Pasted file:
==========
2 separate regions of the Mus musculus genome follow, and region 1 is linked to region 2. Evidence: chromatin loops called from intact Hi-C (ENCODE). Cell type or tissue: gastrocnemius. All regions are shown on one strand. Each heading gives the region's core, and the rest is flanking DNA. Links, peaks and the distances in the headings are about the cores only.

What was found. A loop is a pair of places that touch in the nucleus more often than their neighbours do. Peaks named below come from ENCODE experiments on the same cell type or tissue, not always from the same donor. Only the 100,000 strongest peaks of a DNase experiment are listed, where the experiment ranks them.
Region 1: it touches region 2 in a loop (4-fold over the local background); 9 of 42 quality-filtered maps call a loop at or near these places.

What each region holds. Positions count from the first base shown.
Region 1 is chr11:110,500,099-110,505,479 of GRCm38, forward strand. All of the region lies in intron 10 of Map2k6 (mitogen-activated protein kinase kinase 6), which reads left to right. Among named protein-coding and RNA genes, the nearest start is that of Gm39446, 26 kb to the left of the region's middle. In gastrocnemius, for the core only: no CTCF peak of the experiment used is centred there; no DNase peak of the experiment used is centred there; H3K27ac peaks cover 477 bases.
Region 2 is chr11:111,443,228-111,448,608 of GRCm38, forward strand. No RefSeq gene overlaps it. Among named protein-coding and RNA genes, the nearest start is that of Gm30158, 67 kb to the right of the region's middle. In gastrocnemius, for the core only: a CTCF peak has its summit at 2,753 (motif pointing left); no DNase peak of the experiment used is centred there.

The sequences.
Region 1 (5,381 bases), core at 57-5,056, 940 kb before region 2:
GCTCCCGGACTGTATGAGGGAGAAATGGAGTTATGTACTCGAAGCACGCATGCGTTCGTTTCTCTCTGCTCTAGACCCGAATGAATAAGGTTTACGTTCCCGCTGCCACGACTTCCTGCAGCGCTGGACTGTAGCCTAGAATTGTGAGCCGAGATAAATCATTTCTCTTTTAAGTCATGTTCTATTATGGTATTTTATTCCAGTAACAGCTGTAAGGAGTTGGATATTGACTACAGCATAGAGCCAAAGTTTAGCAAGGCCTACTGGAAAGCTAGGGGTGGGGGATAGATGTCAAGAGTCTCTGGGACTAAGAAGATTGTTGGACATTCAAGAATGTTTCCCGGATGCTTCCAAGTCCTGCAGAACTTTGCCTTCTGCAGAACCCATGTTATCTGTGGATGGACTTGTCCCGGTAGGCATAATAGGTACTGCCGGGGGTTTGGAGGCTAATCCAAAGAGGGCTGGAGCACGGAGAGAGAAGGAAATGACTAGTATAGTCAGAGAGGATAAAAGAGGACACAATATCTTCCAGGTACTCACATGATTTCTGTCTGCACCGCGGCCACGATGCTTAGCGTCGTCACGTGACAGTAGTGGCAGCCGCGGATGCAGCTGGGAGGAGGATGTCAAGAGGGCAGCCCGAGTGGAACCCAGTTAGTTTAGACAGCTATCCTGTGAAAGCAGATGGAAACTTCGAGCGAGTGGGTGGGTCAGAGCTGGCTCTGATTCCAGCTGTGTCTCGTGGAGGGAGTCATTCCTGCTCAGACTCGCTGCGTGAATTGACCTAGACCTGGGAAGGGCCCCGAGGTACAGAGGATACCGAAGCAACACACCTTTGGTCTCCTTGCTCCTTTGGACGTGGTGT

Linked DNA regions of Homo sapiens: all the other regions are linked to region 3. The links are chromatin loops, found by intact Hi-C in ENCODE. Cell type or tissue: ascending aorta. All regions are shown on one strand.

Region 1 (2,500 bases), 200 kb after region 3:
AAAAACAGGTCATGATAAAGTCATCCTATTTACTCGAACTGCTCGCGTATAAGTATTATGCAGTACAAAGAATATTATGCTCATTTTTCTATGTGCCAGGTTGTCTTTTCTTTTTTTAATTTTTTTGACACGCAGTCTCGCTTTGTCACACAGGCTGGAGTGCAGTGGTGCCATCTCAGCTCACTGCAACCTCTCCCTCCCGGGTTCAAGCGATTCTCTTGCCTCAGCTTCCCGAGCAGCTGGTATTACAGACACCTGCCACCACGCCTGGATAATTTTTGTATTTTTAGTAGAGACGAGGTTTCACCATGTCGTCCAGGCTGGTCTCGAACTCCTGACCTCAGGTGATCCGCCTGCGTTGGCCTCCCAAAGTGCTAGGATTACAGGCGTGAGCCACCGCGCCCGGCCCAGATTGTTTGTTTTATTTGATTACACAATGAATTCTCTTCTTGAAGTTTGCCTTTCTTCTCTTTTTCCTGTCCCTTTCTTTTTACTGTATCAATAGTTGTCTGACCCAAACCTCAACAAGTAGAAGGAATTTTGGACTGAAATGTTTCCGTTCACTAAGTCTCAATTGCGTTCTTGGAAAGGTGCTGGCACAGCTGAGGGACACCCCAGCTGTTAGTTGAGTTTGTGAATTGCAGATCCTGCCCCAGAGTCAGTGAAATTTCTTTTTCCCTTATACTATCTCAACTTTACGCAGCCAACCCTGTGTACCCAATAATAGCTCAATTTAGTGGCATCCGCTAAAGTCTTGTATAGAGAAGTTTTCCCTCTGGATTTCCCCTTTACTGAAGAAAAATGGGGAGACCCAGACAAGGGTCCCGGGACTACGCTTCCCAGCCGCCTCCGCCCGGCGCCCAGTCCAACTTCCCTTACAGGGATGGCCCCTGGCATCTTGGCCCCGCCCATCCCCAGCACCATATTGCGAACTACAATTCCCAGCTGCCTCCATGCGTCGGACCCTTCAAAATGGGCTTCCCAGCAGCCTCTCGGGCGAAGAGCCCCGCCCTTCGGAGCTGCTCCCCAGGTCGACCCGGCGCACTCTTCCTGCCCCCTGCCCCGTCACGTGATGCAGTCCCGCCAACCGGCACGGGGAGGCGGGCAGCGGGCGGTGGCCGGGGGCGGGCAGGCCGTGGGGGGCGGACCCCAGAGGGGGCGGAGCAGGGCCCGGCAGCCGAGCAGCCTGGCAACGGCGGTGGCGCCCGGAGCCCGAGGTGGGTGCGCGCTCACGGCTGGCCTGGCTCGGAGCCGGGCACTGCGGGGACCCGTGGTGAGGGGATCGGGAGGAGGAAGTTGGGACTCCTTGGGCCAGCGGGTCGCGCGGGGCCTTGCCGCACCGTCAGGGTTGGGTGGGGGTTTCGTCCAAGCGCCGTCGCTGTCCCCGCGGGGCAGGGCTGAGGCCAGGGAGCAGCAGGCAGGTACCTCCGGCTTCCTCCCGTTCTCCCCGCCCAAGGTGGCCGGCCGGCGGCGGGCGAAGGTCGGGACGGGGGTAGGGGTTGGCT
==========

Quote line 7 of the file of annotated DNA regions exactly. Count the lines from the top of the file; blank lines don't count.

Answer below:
The sequences.